Kintyre concerns

Kintyre Estate resident Bob Browne in Glenabbey Drive, which he maintains will have traffic problems in the future when a nearby subdivision takes shape. Photo: BELINDA SOOLEDubbo City Council has granted conditional approval to a 28-lot residential subdivision in the face of opposition from neighbours.

Kintyre Estate residents raised concerns about access and other infrastructure at a meeting on Monday but the development proposed for the city’s west gained unanimous support from councillors.

Yesterday Peter Pritchard said he and his Kintyre neighbours were angry and disappointed at the decision, and in response Dubbo mayor Mathew Dickerson said councillors had listened to the concerns but “there were no planning grounds to reject the development”.

An original proposal for a residential subdivision located at Cavelle Place attracted 50 submissions from the public.

The development application (DA) was amended by the applicant from 39 to 28 lots, which then attracted another 12 submissions.

Mr Pritchard was one of three residents to use the public forum at Monday’s meeting to appeal to the council.

Until another road was extended to link to Grangewood Estate, the new subdivision’s occupants will travel through Kintyre along Glenabbey Drive as their only access in and out.

At the meeting technical services director Stewart McLeod said in response to their concerns that in the case of a fire emergency an alternative access way would be created by authorities.

He also said in the medium term the proposed estate would link on to Lincoln Parkway.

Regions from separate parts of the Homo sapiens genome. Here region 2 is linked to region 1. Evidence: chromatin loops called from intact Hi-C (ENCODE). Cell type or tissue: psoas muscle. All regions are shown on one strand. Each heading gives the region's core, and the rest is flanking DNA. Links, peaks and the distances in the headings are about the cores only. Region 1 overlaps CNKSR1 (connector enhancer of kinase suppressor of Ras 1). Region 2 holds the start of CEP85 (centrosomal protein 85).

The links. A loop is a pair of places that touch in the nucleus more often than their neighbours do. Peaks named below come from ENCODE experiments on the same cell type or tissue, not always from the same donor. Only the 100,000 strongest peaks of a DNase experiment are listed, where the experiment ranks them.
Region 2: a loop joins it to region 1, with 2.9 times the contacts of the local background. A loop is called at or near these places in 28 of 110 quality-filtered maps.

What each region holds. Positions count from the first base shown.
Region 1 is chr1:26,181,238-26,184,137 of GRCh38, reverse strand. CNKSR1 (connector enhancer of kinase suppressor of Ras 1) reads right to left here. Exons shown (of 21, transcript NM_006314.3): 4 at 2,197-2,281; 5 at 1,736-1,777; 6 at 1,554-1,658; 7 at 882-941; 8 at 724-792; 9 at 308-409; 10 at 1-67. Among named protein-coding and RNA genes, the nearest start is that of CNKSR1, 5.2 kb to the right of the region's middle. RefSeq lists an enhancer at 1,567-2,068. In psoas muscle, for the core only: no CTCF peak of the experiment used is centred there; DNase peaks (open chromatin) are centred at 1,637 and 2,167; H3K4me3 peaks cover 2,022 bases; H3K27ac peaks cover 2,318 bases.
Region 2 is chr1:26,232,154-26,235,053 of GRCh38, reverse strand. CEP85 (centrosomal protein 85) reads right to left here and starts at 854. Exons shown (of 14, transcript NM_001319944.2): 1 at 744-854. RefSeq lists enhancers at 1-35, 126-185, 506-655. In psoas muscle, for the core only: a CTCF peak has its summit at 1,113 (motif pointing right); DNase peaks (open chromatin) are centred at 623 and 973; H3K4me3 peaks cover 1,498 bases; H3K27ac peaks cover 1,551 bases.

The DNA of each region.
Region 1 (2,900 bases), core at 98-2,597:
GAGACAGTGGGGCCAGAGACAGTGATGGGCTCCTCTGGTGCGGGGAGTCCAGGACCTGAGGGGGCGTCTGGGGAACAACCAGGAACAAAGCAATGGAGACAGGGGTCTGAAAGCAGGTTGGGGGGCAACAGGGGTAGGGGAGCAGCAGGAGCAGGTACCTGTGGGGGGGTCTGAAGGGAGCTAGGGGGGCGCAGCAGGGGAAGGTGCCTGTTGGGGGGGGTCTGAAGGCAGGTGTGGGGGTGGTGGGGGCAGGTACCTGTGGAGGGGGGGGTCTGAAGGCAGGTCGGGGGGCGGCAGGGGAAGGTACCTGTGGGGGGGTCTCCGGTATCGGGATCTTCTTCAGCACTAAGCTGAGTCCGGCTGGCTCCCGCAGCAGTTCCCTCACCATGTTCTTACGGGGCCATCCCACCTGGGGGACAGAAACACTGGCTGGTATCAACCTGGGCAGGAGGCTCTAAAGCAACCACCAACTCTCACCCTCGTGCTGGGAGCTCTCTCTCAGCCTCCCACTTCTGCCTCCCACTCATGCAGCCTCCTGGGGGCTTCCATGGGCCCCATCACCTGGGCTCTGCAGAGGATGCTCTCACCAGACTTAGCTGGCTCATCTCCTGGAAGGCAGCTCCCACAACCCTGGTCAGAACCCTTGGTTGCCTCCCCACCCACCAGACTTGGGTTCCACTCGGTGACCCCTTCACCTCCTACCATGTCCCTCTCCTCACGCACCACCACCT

Cr Allan Smith thanked staff for advice that water pressure in the area met acceptable standards in response to issues raised last week.

Yesterday in the wake of the vote Mr Pritchard said the DA failed to address concerns about access in an emergency situation, safety for retirement village residents and school-aged children and the provision of speed limit signs, kerb and guttering and street lights.

The advice provided by Mr McLeod did not convince Mr Pritchard.

“Safety is of paramount concern to Kintyre residents and using the one exit in an emergency situation is simply not realistic,” he said.

Mr Pritchard called on the council to ensure another entrance into the subdivision was made “from the beginning”.

“Residents of Kintyre Estate are not willing to have their safety compromised and are calling on the developer and Dubbo City Council to urgently address these genuine concerns,” he said.

Kintyre resident Bob Browne raised concerns about traffic, block sizes, water and endangered birdlife in a submission and yesterday he said they remained.

“Glenabbey Drive is little more than a country single lane road with a blind hill and a downhill sweeping corner. . . no street lighting, no speed limit, no kerb and guttering and no traffic lines,” he said in the submission.

Cr Dickerson said councillors had listened to the concerns from residents and read through a comprehensive report from the staff about the concerns.

“There were no planning grounds to reject the development and councillors are generally keen to see development progress in Dubbo,” he said.

“As with all items before council, councillors need to balance individual wants with the long-term needs of our overall community.

“We are elected to make decisions for the betterment of the future of Dubbo and we realise that we can’t please everyone all the time with those decisions.

“This is one of those examples.”

Cr Dickerson said the approved development would further contribute to a diverse mix of housing types and styles throughout the city, with the subdivision providing lots ranging in size from 690m to 2417m .

This story Administrator ready to work first appeared on Nanjing Night Net.